Happy first birthday to the delightful Isabel. I hope you've been having a special day.
I had quite a lovely day yesterday down at the National Book Festival on the Mall here in D.C. It's basically a series of readings in the heat under huge tents by lots of different authors, each presenting every 45 minutes or so. Laura Bush is credited with starting the festival ten years ago, "the best legacy of the Bush Administration," said Rosemary Wells, in a not-so-subtle dig.
Rosemary Wells, best known as the author of the Max and Ruby books, ran a real pep rally for reading. "I write to cause children to look at a book and open those pages and love what's inside....I don't want to write a book about what you should or shouldn't think." She talked about the ability to read being the foundation of a democracy -- lots of good stuff that I agree with.
She eventually got around to good old Max and Ruby, though. One kid asked her how she came up with them. She replied that they're non-fiction, based entirely on her two children. She wrote the first book when Ruby was five years old and Max was nine months. "Ruby is 37 years old now, the mother of three, and still really bossy. An Max is 32 and teaches horticulture at Cornell and still really dirty."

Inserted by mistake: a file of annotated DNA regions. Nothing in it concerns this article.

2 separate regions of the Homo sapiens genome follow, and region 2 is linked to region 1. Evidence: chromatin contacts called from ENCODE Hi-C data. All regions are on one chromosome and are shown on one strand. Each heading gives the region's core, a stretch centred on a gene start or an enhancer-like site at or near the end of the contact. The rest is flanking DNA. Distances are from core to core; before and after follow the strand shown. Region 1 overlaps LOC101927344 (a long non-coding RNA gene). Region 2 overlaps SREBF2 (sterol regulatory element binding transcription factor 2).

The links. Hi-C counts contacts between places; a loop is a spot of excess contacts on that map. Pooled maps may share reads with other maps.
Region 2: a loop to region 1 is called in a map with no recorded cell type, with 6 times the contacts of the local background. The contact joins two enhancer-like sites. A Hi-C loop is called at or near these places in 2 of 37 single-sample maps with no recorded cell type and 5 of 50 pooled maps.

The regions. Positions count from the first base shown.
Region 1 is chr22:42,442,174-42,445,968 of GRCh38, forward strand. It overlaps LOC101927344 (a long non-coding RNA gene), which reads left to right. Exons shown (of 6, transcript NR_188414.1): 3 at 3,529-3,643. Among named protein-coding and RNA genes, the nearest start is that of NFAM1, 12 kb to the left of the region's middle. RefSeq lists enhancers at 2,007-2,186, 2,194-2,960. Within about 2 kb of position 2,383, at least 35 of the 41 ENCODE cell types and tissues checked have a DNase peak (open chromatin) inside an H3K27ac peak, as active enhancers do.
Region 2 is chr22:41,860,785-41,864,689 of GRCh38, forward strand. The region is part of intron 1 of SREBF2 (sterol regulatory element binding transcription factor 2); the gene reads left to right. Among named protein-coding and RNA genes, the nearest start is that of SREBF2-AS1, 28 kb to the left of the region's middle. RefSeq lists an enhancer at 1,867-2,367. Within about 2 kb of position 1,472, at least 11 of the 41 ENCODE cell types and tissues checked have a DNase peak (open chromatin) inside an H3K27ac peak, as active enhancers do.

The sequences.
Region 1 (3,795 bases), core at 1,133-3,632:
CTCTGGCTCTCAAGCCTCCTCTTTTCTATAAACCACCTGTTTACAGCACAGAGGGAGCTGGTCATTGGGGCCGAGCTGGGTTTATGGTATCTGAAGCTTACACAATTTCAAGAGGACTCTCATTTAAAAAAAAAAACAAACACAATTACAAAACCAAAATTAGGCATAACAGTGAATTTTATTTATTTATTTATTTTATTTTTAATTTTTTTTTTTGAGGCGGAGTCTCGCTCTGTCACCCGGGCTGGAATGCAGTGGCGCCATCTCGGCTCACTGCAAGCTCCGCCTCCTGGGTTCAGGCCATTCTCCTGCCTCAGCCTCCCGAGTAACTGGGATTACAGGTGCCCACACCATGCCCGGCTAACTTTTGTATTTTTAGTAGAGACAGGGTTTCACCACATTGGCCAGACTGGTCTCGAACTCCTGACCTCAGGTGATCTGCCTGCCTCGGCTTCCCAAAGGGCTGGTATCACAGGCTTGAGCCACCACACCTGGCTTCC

Judith Viorst, best known for Alexander And The Terrible, Horrible, No Good, Very Bad Day, read from her new and wacky
Lulu and the Brontosaurus. I'm quite fond of that one -- lots of opportunity for parents to ham up a read-aloud. (It might show up at your house in my Christmas box.) She says the idea was born on a rainy day on vacation with two of her grandsons. They demanded that she make up stories for them over the course of several hours, and eventually Lulu and the brontosaurus appeared. Someone in the audience asked about Alexander, the subject of several of her books, at which point she said, "Alexander's going to kill me for this," and pointed to a forty-something man in the front row with a small boy in his lap. He smiled and waved at the crowd.
Mem Fox, author of some wonderful books for little ones -- most notably Time for Bed, Where is the Green Sheep?, and my current favorite,
Ten Little Fingers and Ten Little Toes -- spoke about her childhood. Born in Australia, she grew up in Zimbabwe (then Southern Rhodesia), the child of missionaries and the only non-African child in her school. Her classroom, she said, was a space under a tree. The teacher would trace the letters of the alphabet in the air and the children wrote them with their fingers in the dirt under the tree. Eventually they graduated to slates, which had the attraction of needing to be spat upon to be erased. She spoke about the intense thought that goes into creating the economy of language in her board books.
I'm going to save for my next post a wonderful presentation by a great graphic novelist.